Our knowledge of forced sex among adolescent women is limited by additional factors. Few studies on this topic have followed young women over time, and little information exists on the social and demographic correlates and longitudinal predictors of sexual victimization among women this age. Furthermore, most studies have used convenience samples,20 which do not provide accurate national estimates. In addition, studies that do not use behaviorally explicit language (e.g., "inserting a penis into your vagina") risk underestimating the true prevalence of forced sexual intercourse. In the National College Women Sexual Victimization study, for example, respondents were asked if they considered a given incident "to be a rape."21 For the 86 incidents that the study's authors categorized as a completed rape, 47% of respondents answered yes and 49% answered no; the remainder said they did not know. Similar issues may exist with data from the YRBS, which asks adolescents about having been "physically forced into sexual intercourse when you did not want to." The lack of behaviorally explicit language discounts differences between how victims and scholars view forced sexual intercourse, and poses a serious threat to the validity of previous findings.22 Clearly, there is a need for prospective studies based on nationally representative samples of younger adolescents that use behaviorally explicit language to develop prevalence estimates of forced sex and to identify risk factors in this age-group.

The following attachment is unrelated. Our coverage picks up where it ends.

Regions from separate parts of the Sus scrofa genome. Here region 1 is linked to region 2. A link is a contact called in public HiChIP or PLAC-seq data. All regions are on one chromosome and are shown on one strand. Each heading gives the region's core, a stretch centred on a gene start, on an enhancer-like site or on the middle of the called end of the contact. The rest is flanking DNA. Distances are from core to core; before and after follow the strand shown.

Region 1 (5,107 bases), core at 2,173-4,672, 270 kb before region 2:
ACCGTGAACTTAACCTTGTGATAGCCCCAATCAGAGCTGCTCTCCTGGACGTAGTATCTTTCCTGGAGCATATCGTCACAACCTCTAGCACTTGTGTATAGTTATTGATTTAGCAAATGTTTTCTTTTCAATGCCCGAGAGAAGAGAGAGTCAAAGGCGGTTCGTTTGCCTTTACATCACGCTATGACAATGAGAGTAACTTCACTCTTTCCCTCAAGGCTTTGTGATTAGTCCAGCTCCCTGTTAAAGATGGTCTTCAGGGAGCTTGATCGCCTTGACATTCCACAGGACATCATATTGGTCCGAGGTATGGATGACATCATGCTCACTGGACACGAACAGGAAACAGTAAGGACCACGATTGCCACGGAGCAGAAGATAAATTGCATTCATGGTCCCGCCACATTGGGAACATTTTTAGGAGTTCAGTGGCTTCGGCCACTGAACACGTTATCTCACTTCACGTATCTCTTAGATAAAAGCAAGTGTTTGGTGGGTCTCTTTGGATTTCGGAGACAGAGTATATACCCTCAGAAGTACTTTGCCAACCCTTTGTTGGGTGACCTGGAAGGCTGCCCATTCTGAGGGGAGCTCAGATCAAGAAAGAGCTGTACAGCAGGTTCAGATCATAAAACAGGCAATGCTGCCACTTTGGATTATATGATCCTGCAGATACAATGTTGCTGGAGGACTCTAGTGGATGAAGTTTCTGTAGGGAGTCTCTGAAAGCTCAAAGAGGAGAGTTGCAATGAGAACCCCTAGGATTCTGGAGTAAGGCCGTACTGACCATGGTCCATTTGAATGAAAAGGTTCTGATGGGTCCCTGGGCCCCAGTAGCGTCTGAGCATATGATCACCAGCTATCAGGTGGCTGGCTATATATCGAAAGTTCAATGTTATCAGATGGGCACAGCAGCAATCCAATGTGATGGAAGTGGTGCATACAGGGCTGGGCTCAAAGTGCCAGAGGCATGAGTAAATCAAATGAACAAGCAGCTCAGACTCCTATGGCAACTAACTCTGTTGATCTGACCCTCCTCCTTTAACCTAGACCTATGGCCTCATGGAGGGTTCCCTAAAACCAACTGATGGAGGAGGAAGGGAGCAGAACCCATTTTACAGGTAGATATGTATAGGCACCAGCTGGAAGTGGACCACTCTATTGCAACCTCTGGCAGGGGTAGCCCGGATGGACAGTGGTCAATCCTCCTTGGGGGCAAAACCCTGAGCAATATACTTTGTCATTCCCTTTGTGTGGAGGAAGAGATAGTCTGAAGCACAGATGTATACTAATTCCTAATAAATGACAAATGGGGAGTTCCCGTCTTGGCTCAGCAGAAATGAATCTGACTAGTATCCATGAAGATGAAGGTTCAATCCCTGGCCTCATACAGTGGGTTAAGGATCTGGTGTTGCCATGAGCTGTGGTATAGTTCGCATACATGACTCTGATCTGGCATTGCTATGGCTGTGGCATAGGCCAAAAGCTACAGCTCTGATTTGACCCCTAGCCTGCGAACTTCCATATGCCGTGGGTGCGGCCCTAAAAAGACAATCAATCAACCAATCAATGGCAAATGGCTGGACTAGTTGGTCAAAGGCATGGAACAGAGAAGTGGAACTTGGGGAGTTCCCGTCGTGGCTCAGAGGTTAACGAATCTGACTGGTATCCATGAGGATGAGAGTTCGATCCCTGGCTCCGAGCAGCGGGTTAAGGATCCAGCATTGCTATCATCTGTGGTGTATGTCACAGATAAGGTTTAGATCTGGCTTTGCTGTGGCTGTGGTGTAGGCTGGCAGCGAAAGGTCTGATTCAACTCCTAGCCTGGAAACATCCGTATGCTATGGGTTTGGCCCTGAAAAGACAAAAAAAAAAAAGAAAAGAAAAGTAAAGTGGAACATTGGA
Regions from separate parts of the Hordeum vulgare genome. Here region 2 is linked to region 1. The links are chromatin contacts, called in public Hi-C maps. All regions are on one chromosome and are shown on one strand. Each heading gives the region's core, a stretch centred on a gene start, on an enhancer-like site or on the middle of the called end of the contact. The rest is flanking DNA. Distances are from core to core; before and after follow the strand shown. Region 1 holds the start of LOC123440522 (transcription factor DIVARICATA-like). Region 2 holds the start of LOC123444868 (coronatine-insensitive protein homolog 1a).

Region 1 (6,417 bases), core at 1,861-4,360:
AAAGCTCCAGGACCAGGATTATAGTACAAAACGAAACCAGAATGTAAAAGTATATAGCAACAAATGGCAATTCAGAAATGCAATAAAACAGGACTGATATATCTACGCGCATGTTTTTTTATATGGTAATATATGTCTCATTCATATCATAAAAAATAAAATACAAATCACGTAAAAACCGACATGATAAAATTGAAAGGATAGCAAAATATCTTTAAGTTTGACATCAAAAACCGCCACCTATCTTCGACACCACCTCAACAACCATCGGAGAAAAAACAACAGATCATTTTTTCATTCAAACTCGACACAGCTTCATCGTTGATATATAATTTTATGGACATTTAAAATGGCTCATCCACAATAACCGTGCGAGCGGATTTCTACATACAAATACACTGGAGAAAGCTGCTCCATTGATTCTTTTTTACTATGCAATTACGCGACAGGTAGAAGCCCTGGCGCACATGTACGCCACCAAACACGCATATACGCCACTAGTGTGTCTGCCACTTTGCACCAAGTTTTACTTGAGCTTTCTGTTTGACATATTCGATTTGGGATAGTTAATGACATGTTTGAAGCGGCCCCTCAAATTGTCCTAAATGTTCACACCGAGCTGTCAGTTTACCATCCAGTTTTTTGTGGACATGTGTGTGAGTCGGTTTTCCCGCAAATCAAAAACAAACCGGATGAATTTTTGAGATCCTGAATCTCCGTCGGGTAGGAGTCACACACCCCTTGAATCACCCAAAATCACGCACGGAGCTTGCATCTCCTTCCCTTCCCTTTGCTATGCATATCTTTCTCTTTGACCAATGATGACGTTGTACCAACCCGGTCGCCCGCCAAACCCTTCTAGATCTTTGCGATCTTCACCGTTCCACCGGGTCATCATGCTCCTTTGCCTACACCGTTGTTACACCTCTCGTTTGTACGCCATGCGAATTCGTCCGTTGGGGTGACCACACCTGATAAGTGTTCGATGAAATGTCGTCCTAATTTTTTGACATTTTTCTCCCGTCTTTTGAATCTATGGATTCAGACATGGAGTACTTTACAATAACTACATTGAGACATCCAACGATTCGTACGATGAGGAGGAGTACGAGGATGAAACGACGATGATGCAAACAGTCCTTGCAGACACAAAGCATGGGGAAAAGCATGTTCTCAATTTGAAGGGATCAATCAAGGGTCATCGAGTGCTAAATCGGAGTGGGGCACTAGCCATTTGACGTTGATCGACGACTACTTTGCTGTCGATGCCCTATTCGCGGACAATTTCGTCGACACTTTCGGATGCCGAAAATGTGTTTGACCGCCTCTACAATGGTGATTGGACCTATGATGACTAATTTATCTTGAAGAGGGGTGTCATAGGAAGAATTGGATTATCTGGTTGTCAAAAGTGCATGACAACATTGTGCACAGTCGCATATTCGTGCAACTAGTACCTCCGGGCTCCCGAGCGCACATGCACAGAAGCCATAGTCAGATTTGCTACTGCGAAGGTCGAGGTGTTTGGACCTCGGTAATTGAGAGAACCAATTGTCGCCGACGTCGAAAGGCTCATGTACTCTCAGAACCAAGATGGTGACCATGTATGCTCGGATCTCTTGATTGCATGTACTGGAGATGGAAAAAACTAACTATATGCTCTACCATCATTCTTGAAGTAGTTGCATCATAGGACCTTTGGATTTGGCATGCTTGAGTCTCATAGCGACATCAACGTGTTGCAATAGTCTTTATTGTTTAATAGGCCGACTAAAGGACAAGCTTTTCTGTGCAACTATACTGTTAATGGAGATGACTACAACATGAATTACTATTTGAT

To address these limitations of prior work, we analyzed data from the National Longitudinal Study of Adolescent Health (Add Health) in order to estimate the national prevalence of forced sex among adolescent women in grades 7-12, as well as to determine the relationship between prior forced sexual intercourse and subsequent sexual victimization in this population. On the basis of existing research,23 we hypothesized that prior sexual victimization would increase the risk of sexual victimization in this age-group. In addition, because individual and contextual factors may produce conditions that facilitate victimization, we expected that the effects of prior sexual victimization on revictimization would be mediated by such variables.